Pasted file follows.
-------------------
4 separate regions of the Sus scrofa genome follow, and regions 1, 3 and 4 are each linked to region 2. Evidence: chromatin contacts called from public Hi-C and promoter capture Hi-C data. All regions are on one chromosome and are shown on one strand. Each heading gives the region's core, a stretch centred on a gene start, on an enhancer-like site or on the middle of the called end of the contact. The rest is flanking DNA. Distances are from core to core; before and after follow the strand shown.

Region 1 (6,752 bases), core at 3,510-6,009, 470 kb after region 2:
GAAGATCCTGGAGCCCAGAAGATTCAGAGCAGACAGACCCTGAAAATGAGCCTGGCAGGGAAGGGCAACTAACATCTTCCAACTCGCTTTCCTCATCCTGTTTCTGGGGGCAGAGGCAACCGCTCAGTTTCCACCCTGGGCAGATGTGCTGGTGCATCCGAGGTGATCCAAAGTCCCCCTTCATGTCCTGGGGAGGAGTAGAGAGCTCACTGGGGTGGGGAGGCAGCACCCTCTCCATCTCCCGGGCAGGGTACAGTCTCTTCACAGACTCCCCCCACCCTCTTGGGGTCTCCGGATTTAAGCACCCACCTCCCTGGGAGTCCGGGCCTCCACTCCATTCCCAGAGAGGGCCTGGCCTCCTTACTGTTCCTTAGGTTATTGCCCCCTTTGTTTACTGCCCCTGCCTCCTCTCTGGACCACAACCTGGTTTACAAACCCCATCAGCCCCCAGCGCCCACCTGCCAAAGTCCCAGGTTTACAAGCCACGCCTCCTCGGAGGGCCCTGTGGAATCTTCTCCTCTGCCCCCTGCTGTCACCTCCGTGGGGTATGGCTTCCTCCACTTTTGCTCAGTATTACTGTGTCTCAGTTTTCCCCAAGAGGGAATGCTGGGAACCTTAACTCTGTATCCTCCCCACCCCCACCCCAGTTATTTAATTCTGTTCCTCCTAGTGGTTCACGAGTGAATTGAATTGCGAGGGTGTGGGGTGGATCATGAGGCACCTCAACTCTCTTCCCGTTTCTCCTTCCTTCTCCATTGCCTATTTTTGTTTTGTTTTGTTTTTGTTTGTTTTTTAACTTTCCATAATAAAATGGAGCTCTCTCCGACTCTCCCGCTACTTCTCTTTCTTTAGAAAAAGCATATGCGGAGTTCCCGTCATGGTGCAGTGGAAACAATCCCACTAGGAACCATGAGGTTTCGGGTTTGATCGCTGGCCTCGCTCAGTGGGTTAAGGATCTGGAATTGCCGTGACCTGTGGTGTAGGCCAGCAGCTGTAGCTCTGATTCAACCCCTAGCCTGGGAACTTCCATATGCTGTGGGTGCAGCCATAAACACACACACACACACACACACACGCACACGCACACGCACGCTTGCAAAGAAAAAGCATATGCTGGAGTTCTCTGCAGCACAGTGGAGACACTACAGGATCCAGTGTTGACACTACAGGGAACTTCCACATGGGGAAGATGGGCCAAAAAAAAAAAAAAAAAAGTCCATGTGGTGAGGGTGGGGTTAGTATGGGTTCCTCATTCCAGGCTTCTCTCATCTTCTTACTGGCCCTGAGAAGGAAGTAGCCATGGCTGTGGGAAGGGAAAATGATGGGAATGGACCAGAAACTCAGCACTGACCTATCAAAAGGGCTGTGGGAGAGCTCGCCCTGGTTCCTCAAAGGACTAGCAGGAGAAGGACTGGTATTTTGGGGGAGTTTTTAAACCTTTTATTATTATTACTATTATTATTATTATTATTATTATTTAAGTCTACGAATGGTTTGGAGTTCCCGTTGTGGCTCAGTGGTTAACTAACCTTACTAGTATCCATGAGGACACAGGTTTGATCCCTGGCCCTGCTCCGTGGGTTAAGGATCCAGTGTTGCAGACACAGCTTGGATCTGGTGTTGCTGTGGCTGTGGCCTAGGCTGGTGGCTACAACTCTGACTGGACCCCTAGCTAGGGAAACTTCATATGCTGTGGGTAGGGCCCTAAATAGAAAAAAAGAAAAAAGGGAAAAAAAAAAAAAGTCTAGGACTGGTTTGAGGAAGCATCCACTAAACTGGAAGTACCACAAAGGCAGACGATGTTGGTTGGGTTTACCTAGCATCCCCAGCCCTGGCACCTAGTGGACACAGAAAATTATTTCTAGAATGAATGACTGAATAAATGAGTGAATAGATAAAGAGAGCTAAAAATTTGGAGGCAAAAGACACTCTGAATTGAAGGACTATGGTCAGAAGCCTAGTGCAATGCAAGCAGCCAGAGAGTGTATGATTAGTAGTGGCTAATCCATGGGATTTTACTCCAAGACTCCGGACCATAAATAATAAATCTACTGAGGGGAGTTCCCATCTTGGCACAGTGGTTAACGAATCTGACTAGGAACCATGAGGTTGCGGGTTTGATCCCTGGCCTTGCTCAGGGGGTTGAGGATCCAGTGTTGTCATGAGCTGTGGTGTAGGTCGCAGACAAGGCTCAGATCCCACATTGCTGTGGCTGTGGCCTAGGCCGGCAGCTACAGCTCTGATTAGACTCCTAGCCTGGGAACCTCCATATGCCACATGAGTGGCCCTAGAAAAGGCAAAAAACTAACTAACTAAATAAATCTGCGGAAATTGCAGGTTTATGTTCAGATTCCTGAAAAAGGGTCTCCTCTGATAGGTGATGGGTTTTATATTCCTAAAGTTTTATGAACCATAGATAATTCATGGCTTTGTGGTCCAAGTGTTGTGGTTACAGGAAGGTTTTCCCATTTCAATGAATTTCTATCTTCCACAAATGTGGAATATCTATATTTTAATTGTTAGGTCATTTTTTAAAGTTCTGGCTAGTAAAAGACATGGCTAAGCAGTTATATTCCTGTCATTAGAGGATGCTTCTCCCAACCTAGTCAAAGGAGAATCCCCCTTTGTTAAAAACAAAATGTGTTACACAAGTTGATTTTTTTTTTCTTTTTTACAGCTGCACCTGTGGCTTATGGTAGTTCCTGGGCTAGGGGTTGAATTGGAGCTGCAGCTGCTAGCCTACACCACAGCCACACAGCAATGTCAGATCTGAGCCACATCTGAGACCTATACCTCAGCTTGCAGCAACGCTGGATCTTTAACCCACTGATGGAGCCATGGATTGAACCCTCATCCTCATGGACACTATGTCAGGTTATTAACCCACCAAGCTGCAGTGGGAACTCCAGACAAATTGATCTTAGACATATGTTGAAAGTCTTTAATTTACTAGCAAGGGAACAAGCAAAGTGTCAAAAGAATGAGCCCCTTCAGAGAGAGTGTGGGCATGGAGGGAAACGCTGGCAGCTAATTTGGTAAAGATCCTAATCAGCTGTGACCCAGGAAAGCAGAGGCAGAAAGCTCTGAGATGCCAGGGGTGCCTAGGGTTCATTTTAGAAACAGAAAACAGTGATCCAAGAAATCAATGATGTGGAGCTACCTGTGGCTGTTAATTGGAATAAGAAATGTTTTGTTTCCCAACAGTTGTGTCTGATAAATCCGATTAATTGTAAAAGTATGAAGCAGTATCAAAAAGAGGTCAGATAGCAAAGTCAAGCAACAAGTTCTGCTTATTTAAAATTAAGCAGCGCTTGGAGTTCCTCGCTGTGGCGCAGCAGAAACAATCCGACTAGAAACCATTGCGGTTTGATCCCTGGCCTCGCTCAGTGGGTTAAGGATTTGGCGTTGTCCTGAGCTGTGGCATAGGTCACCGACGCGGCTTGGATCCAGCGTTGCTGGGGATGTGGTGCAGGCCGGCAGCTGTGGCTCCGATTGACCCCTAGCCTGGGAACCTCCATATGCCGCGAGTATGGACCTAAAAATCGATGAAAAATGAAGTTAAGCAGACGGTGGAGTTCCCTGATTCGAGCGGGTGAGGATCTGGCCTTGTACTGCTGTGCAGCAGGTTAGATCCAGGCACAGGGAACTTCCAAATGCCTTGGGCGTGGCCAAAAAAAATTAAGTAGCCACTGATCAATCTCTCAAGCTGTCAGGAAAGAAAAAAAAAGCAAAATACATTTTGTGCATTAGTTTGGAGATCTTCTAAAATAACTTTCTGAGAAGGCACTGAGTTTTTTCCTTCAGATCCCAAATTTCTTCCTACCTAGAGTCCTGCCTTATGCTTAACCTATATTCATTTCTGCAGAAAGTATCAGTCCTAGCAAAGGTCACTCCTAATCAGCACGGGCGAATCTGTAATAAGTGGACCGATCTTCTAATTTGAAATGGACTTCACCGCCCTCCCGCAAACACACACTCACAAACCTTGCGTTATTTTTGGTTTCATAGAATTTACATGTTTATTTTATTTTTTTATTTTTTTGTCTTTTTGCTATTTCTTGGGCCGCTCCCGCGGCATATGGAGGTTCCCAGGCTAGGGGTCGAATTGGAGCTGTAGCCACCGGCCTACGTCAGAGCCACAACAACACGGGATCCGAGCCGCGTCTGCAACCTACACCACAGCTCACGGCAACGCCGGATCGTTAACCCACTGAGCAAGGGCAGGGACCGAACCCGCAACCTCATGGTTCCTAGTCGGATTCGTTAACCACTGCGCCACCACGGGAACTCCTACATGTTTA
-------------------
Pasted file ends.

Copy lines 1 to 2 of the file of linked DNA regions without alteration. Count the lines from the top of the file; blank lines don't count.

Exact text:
4 separate regions of the Sus scrofa genome follow, and regions 1, 3 and 4 are each linked to region 2. Evidence: chromatin contacts called from public Hi-C and promoter capture Hi-C data. All regions are on one chromosome and are shown on one strand. Each heading gives the region's core, a stretch centred on a gene start, on an enhancer-like site or on the middle of the called end of the contact. The rest is flanking DNA. Distances are from core to core; before and after follow the strand shown.

Region 1 (6,752 bases), core at 3,510-6,009, 470 kb after region 2: